We have experienced variable weather conditions for centuries, some places more than others. But there is evidence that the longer term climate is changing today. Temperatures look to be rising and many parts of the planet are subject to long periods of extreme drought and, at other times or in other places, extensive flooding. These variations can have enormous ecological and socioeconomic consequences.
In Australia, long term drought has had a huge impact on its river and groundwater systems and the system of agriculture. The Australian Government has responded to its water resource problems by legislating significant water reforms through its National Water Initiative process. To help implement these reforms the Government is building its scientific knowledge, databases and models so that it can manage and plan on how to share water between the environment and other uses like agriculture.
One important aspect of this is a national Groundwater Action Plan, part of which was the setting up in 2009 of the National Centre for Groundwater Research and Training. In this Centre it is the role of Anthony Jakeman, from the Australian National University in Canberra, to lead a program that integrates socioeconomics, policy and decision support to help develop the science for an understanding of and adapting to the impacts of climate, policy and other drivers on the health of catchments and their communities. We met Professor Jakeman in Brno, CZ, at the ISESS 2011 Conference after his keynote speech and just a few minutes after he was awarded the Silver Medal of Masaryk University.
What are the major water problems in Australia?
In simple terms it is one of not enough water to go around for the ways we irrigate presently and not enough for the health of the aquatic environment and sustaining our groundwater systems. In addition to this, groundwater levels are going down because of too much extraction in many places. In hindsight, it is unfortunate that farmers were encouraged to expand irrigation during decades when rainfall was more plentiful. We built dams for irrigation and a lot of associated infrastructure. Now we are trying to implement policies that allocate water first to the environment and then to be shared for other uses.
How does modelling offer solutions about how to cope with extreme drought?
The role of modelling is as much one of working with interest groups as it is of performing the technical aspects of building the models. As modellers we must work with landholders, irrigation groups, local governments and catchment management agencies, and higher-level policy advisors, that is, not just disciplinary experts in ecology, hydrology, economics and social sciences. This relationship involves defining with them the problems to be modelled. We also select the indicators to be used to assess, through technical modelling, how we can improve things. This critical relationship is also about eliciting everyone’s knowledge, debating it, sharing it and integrating it into the modelling process. In this way we try to work with the best information we can get, identify gaps in it, and build trust with interest groups.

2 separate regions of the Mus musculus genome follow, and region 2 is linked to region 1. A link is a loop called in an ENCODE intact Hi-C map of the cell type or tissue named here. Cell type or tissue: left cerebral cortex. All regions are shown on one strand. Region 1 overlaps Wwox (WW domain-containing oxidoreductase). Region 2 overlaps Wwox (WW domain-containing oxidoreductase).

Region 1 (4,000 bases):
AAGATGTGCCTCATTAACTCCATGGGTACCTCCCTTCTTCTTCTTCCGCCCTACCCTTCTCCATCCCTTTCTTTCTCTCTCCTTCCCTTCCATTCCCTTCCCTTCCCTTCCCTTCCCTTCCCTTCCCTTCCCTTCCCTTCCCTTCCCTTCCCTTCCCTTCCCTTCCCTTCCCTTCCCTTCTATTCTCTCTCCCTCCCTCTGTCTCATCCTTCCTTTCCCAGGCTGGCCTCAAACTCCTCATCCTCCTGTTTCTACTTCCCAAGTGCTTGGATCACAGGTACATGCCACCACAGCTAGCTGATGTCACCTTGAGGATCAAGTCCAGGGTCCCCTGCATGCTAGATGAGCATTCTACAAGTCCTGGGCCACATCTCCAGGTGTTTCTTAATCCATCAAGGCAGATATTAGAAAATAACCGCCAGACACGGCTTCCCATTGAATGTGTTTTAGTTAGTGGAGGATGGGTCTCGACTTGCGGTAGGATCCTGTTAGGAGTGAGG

Is this an unusual role for modelling, which, I gather, viewed historically has been very technical?
Historically yes, but participatory modelling is becoming more commonplace in complex situations where there is no right answer. Ideally the modelling team becomes a knowledge broker. This is my long-term aim – that is, where some members of the environmental modelling team are seen as objective participants in a wider community process that leads to adoption of the best strategies overall to adapt to problems like climate change..
One of your fields of interest is hydrology. Where does that fit in your modelling process?
Hydrology is an integrator through any catchment system being studied. Climate and in particular droughts and floods affect the entire water system. We must model the water flows through the entire system from headwaters down, sometimes as far as the sea. And on the way we must model the extractions and other losses of water, and very importantly the interactions with groundwater. We need to know all this using hydrological models so we can see how much water is available to downstream users and to use it to assess the effects on the ecosystems in rivers, their floodplains and wetlands.
Which economic, social and environmental impacts of climate change does your modelling show?
It shows many things. It can show how the economics of farmers are being affected in the current situation, and what is happening to the ecology in an indicative way. It can explore how adaptations like new technology, clever planting and timing, and policy innovations by government affect these as well. Of course modelling carries with it many uncertainties about what it predicts. The trick is to manage this uncertainty so that we can make comparative judgments about the differences between a number of strategies.
You have collected large amounts of data about the system. Do you also take into account the situation of individual farmers?
Yes, our teams have a strong social component to do this. The role of people in this component is not only to help assess the social impacts of change but also to understand how landholders behave and might behave under new conditions. That is, we need to understand the capacity of different farmer groupings to adapt to change so we can incorporate that in our model.